Tesla Inc. (TSLA, Financial) has now joined the trillion-dollar club after its stock price zoomed up to surpass $1,000 per share yesterday on the back of news that Hertz Global Holdings Inc. (HTZZ, Financial) has ordered 100,000 of its electric vehicles.
Specifically, according to Hertz’s announcement, the company plans to offer “the largest EV rental fleet in North America and one of the largest in the world. This includes an initial order of 100,000 Teslas by the end of 2022 and new EV charging infrastructure across the company’s global operations.”
Tesla bears and those of us sitting on the sidelines have gotten yet another sticker shock from this company as it continues higher at a breakneck pace. Trading at a price-earnings ratio upwards of 300, the company accounts for more than half of the total market cap for U.S.-listed automakers according to the GuruFocus industry overview, despite revenue and net income being nowhere near the numbers of more established automakers.
As eye-popping as the continued gains are, though, they’re not surprising considering Tesla’s market position. In fact, unless specific conditions are met, the stock could very well continue on its dramatic uptrend even as competitors begin to ramp up their development and production of EVs.
The reason for this is because the market tends to assign growth stocks a valuation based on expected future growth, and although the future isn’t set in stone, the growth potential for Tesla is enormous. Add in the fact that every time a headline hits the news about climate change, EVs or improvements in Tesla’s deliveries, it contributes to a positive feedback loop that reassures shareholders their vision of the company’s growth will come true, and we can see why Tesla’s stock was destined for greatness.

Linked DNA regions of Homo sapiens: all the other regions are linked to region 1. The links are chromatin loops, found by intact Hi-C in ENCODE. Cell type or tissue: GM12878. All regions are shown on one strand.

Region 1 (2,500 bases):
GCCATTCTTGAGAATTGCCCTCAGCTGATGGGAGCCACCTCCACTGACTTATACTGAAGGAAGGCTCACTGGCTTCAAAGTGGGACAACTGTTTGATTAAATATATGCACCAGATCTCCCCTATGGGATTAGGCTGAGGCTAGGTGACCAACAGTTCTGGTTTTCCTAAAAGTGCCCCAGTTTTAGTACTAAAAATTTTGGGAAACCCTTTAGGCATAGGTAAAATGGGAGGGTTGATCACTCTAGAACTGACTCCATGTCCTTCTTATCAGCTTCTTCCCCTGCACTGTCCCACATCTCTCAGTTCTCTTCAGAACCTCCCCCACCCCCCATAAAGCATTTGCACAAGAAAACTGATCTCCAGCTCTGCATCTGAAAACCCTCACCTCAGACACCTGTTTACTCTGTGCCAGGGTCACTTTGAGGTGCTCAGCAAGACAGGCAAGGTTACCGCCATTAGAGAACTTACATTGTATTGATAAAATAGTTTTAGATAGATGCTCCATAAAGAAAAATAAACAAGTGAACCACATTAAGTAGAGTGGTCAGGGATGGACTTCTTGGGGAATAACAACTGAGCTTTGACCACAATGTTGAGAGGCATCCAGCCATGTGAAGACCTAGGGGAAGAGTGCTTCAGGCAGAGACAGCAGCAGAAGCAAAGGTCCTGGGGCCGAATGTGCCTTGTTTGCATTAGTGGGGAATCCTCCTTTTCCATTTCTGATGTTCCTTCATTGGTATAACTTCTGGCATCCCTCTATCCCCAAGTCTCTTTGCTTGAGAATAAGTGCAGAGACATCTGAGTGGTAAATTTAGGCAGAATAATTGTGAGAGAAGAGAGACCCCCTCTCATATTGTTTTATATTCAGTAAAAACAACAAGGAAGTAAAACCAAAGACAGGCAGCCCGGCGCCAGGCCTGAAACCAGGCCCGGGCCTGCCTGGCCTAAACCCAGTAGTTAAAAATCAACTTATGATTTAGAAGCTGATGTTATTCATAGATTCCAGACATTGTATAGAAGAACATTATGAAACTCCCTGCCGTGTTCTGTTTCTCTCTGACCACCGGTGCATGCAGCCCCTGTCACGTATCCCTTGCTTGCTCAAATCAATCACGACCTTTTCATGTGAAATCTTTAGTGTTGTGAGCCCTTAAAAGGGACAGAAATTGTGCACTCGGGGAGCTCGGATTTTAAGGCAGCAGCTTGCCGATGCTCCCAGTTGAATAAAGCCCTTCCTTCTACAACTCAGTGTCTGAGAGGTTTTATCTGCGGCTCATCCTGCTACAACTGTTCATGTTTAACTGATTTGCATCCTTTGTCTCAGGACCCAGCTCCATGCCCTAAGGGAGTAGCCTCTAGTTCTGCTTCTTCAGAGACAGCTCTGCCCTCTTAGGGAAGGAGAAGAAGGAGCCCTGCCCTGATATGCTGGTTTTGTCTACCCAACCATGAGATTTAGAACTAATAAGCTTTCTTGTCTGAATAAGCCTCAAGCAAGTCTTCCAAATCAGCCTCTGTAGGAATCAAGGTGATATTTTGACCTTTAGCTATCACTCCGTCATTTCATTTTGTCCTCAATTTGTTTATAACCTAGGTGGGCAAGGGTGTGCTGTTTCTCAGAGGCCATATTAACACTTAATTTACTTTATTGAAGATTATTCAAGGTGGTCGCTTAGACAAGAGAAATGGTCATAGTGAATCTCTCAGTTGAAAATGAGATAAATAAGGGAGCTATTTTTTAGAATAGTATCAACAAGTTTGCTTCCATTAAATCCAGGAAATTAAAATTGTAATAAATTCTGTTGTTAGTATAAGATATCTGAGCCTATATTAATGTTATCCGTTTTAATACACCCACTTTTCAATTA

EV market growth
According to a recent report from Meticulous Research, the global market for electric vehicles is expected to be worth $2.4 trillion by the time 2027 rolls around. That would represent a compound annual growth rate of 33.6%. Growth is being driven by government support, rising gas prices, increasing investments by automakers, concerns over automobile emissions and falling battery prices.
Driven by its dominance in the U.S. EV market and entry into new markets, Tesla has been growing even faster than the projected future growth rate for the overall EV market. In its most recent quarterly results, the company reported a staggering 97% year-over-year growth in automotive sales.
The market has an inherent fair-weather bias, especially with growing companies, so let’s say the market is expecting annual growth of 97% for all of Tesla, not just its top line. If Tesla truly can maintain 97% growth every single year for the next 10 years, in its bottom line as well as its top line, then the GuruFocus discounted cash flow estimates that this (incredibly optimistic) scenario would result in the current share price trading at a 92% discount to intrinsic value. At the bare minimum, the DCF calculator estimates that the company will need to grow its earnings per share at a rate of 51% per year for the next decade in order to be worth its current valuation.